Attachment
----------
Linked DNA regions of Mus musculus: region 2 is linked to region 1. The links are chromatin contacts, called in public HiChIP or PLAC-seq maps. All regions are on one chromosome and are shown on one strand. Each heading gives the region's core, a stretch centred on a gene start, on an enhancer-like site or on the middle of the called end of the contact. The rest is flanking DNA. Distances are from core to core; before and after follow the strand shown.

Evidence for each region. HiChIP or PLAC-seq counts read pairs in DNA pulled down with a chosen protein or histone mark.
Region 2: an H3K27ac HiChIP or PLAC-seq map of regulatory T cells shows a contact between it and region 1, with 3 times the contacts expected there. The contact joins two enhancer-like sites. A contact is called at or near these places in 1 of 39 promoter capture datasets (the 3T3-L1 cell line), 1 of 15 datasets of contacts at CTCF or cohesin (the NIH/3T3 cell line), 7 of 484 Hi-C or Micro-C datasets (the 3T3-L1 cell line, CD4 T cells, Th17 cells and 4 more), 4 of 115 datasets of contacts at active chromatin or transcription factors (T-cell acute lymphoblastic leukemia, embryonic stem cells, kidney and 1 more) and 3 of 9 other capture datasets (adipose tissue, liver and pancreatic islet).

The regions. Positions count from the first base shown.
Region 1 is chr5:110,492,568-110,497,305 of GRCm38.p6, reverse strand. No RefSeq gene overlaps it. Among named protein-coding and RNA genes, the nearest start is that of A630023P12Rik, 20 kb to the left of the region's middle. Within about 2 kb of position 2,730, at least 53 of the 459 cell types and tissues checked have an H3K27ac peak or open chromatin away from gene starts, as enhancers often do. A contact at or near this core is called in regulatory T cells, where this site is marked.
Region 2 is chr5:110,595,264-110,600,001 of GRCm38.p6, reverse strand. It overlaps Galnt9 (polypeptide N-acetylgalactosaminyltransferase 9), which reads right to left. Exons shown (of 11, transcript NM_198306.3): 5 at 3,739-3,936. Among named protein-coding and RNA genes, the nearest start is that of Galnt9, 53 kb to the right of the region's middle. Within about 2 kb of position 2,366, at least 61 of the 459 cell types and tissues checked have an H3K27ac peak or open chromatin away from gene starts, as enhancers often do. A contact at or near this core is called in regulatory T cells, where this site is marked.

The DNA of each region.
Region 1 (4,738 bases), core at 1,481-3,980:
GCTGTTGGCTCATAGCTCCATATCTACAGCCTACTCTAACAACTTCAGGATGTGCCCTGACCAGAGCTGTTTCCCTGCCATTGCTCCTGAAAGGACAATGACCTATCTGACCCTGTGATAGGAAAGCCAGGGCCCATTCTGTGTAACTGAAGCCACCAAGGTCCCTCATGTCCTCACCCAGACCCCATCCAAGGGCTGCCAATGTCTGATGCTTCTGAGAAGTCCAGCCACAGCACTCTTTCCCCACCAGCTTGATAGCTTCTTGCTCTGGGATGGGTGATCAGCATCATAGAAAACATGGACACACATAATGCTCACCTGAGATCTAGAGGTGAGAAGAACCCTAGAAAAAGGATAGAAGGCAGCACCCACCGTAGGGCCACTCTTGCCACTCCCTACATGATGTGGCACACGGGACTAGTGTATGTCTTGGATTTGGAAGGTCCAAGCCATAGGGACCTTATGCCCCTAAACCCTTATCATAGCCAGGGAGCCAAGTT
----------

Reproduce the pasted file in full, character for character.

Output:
Linked DNA regions of Mus musculus: region 2 is linked to region 1. The links are chromatin contacts, called in public HiChIP or PLAC-seq maps. All regions are on one chromosome and are shown on one strand. Each heading gives the region's core, a stretch centred on a gene start, on an enhancer-like site or on the middle of the called end of the contact. The rest is flanking DNA. Distances are from core to core; before and after follow the strand shown.

Evidence for each region. HiChIP or PLAC-seq counts read pairs in DNA pulled down with a chosen protein or histone mark.
Region 2: an H3K27ac HiChIP or PLAC-seq map of regulatory T cells shows a contact between it and region 1, with 3 times the contacts expected there. The contact joins two enhancer-like sites. A contact is called at or near these places in 1 of 39 promoter capture datasets (the 3T3-L1 cell line), 1 of 15 datasets of contacts at CTCF or cohesin (the NIH/3T3 cell line), 7 of 484 Hi-C or Micro-C datasets (the 3T3-L1 cell line, CD4 T cells, Th17 cells and 4 more), 4 of 115 datasets of contacts at active chromatin or transcription factors (T-cell acute lymphoblastic leukemia, embryonic stem cells, kidney and 1 more) and 3 of 9 other capture datasets (adipose tissue, liver and pancreatic islet).

The regions. Positions count from the first base shown.
Region 1 is chr5:110,492,568-110,497,305 of GRCm38.p6, reverse strand. No RefSeq gene overlaps it. Among named protein-coding and RNA genes, the nearest start is that of A630023P12Rik, 20 kb to the left of the region's middle. Within about 2 kb of position 2,730, at least 53 of the 459 cell types and tissues checked have an H3K27ac peak or open chromatin away from gene starts, as enhancers often do. A contact at or near this core is called in regulatory T cells, where this site is marked.
Region 2 is chr5:110,595,264-110,600,001 of GRCm38.p6, reverse strand. It overlaps Galnt9 (polypeptide N-acetylgalactosaminyltransferase 9), which reads right to left. Exons shown (of 11, transcript NM_198306.3): 5 at 3,739-3,936. Among named protein-coding and RNA genes, the nearest start is that of Galnt9, 53 kb to the right of the region's middle. Within about 2 kb of position 2,366, at least 61 of the 459 cell types and tissues checked have an H3K27ac peak or open chromatin away from gene starts, as enhancers often do. A contact at or near this core is called in regulatory T cells, where this site is marked.

The DNA of each region.
Region 1 (4,738 bases), core at 1,481-3,980:
GCTGTTGGCTCATAGCTCCATATCTACAGCCTACTCTAACAACTTCAGGATGTGCCCTGACCAGAGCTGTTTCCCTGCCATTGCTCCTGAAAGGACAATGACCTATCTGACCCTGTGATAGGAAAGCCAGGGCCCATTCTGTGTAACTGAAGCCACCAAGGTCCCTCATGTCCTCACCCAGACCCCATCCAAGGGCTGCCAATGTCTGATGCTTCTGAGAAGTCCAGCCACAGCACTCTTTCCCCACCAGCTTGATAGCTTCTTGCTCTGGGATGGGTGATCAGCATCATAGAAAACATGGACACACATAATGCTCACCTGAGATCTAGAGGTGAGAAGAACCCTAGAAAAAGGATAGAAGGCAGCACCCACCGTAGGGCCACTCTTGCCACTCCCTACATGATGTGGCACACGGGACTAGTGTATGTCTTGGATTTGGAAGGTCCAAGCCATAGGGACCTTATGCCCCTAAACCCTTATCATAGCCAGGGAGCCAAGTT